“Aged care wards is probably where we have had more challenges. Occasionally it will be mental health issues or substance abuse, but the vast majority would be people who were in delirium or confused.”
While Victoria recorded 43 new cases of coronavirus on Friday and four new deaths – one of the lowest daily tallies since the start of the second wave in late June – healthcare worker infections have been comparatively stubborn, falling 25 per cent the same week overall infections dropped by almost 35 per cent.
There are 888 health workers, aged care staff and nursing home residents still with active infections, more than 66 per cent of the state’s cases.
An investigation into the Royal Melbourne Hospital healthcare-worker outbreak in July and August, which eventually led to the shutdown of four wards, revealed several distressed and delirious patients with COVID-19 had been shouting, vocalising loudly, and vigorously coughing, which was suspected to have spread the virus.
Delirium is an acute state of confusion, often manifesting as either increased agitation or lethargy. There is some evidence that COVID-19 can cause, or worsen, delirium in elderly patients.
Professor Peter Collignon, an infectious diseases physician at the Australian National University, said there had been a focus on medical procedures such as intubation putting healthcare workers at higher risk of catching coronavirus.
But he said specific situations could be dangerous too.
“That’s particularly patients who you can’t control, who are patients with dementia from nursing homes, in unfamiliar surroundings,” Professor Collignon said.
In July, Royal Melbourne Hospital’s Royal Park campus, which houses its geriatric and rehabilitation wards, experienced an influx of elderly patients with COVID-19 who had been sent from aged care homes dealing with their own outbreaks.
Despite plenty of personal protective equipment being available, those patients soon passed the virus onto the small staff of healthcare workers charged with their care, according to a study of the hospital’s outbreak, led by infectious diseases physician Professor Kirsty Buising.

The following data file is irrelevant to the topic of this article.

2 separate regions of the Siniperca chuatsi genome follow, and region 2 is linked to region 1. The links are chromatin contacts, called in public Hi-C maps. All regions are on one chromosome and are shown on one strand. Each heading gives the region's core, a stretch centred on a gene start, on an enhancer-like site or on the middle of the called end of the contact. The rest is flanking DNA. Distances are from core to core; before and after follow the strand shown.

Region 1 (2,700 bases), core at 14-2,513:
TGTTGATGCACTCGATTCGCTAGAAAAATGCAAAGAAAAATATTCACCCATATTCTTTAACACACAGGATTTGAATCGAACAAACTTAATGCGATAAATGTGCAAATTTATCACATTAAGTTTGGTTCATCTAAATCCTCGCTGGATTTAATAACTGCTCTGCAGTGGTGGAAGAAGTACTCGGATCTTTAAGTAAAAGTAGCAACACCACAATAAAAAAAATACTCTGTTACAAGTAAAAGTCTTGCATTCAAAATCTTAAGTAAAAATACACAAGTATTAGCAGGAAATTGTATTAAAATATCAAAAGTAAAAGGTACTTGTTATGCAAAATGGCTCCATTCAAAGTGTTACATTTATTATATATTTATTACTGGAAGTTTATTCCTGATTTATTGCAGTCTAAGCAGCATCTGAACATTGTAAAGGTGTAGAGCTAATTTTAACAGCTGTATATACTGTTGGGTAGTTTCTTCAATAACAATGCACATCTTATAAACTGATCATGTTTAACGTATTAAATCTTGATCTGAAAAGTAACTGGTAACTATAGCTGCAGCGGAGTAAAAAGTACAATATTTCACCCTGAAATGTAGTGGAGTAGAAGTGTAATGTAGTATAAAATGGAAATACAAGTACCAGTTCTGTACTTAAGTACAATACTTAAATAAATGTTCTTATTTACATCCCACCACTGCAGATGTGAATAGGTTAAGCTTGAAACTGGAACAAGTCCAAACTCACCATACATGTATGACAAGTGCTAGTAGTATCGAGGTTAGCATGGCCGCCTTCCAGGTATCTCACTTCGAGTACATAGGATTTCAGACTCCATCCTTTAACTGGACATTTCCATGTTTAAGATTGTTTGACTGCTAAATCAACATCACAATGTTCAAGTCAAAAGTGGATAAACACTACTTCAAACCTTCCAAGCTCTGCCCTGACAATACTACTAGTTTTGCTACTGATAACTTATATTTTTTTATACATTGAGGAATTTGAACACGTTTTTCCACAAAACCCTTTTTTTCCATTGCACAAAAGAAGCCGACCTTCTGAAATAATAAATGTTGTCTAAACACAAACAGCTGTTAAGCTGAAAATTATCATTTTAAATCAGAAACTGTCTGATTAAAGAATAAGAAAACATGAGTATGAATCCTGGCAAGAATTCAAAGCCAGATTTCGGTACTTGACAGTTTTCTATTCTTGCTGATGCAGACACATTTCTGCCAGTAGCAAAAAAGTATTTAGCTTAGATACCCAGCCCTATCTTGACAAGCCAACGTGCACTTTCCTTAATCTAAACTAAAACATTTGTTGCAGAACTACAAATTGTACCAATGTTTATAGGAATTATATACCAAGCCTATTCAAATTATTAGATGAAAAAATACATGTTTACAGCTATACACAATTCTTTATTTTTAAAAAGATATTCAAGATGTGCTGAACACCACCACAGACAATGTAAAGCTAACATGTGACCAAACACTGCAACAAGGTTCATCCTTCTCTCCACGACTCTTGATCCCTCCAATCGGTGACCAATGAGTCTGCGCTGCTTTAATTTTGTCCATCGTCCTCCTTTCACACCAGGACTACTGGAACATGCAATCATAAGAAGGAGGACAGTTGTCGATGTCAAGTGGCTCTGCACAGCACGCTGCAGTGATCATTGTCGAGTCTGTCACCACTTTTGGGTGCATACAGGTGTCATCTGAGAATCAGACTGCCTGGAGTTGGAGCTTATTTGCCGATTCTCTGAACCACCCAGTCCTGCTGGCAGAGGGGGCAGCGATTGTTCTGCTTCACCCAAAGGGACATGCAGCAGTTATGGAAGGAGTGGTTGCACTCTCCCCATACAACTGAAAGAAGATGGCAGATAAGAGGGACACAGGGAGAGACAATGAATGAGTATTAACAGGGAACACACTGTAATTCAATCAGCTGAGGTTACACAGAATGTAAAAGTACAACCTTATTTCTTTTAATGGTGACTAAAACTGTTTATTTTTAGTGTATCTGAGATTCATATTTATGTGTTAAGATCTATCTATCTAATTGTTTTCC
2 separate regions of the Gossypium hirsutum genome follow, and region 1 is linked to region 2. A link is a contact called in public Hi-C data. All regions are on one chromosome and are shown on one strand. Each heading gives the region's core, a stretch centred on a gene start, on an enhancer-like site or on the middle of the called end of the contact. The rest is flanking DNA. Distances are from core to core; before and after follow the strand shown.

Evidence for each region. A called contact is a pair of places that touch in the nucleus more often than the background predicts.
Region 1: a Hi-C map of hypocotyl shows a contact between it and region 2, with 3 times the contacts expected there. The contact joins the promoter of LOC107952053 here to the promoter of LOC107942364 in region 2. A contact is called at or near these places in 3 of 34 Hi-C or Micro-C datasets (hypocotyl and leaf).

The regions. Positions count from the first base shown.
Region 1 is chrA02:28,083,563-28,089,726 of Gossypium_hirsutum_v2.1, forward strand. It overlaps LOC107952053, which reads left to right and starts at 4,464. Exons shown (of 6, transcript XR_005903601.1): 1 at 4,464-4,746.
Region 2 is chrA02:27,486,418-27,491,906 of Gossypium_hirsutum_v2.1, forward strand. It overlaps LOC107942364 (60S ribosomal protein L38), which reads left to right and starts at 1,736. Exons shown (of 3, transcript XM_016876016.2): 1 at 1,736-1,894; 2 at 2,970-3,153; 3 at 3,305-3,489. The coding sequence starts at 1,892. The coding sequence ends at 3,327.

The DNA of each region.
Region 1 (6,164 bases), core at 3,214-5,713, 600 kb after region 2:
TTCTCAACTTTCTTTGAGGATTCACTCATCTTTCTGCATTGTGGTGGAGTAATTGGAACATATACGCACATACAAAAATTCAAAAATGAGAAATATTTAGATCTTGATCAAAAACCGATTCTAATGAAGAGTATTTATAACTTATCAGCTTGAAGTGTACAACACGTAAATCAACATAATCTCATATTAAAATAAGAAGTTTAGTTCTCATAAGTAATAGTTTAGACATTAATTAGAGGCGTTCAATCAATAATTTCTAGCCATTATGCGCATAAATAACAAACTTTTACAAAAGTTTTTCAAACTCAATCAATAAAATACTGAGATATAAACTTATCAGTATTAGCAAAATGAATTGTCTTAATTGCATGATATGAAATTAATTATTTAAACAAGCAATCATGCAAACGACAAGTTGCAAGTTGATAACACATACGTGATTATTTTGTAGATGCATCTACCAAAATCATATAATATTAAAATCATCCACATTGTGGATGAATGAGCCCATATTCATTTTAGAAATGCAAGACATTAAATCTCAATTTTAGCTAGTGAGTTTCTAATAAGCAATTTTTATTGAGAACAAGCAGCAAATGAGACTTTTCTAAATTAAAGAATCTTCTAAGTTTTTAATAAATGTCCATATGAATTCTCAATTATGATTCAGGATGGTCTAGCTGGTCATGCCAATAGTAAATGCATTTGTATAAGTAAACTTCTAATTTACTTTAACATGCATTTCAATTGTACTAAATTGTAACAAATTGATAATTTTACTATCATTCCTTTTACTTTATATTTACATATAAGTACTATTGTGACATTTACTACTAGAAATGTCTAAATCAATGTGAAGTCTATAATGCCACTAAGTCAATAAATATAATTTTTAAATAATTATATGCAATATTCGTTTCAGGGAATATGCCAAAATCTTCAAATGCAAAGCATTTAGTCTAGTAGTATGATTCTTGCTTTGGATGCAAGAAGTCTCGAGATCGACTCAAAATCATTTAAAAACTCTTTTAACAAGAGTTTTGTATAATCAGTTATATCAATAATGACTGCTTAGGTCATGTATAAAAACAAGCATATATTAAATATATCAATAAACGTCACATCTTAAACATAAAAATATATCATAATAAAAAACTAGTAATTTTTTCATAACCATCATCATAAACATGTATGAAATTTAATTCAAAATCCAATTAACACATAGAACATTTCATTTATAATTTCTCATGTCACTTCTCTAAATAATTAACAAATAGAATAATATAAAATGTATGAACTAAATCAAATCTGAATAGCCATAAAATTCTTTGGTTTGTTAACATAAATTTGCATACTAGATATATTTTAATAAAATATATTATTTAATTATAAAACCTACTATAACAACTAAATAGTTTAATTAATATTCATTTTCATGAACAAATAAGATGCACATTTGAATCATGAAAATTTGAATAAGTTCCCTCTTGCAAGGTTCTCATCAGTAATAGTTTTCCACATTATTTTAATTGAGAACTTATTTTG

Patients at the highest risk of spreading the virus were placed in negative pressure rooms, but were not restrained, infection control staff said.
Some 262 healthcare workers fell sick at the hospital in July and August, 107 of them at the Royal Park campus.
“You have patients who might be extremely unwell, coughing or shouting or breathing very heavily. And they are not covering their mouth with their cough,” said Associate Professor Caroline Marshall, the Royal Melbourne Hospital’s head of infection prevention.
The hospital made a number of changes to stop the transmission, including issuing N95 masks to all staff working with COVID-19 patients, in an attempt to lessen the amount of virus workers were exposed to.
Dr Kainer said Western Health’s investigations linking multiple coronavirus cases with patients who had been shouting and otherwise spreading particles led the team to coin the phrase “aerosol generating behaviour” and influenced guidelines introduced across Victoria.
The guidelines advise healthcare workers to wear high-grade respirators when working with suspected coronavirus patients who have a risk of “aerosol generating behaviours”.
Throughout the pandemic, some hospital infection control teams have conducted in-house contact tracing. Alongside informing close contacts of staff and patients with COVID-19, they have been endeavouring to establish how people got coronavirus in the first place.
Western Health has conducted more than 200 of its own contact tracing investigations for staff and patients, each taking about 10 hours of work.
Terri Butcher, the nurse in charge of the team, said they initially found staff were doing all the right things on the ward, but letting their guard down during their breaks and taking their masks off in the tea rooms.
“Every time we learnt something new from contact tracing, the prevention team would be out there trying to put strategies in place to stop it,” she said.
The state government’s new healthcare worker infection prevention task force recently introduced a number of initiatives to tackle spread of the virus, including requiring all hospitals to audit their tea rooms and lockers to see if they allowed for adequate social distancing.
Aisha Dow reports on health for The Age and is a former city reporter.
Liam is The Age and Sydney Morning Herald’s science reporter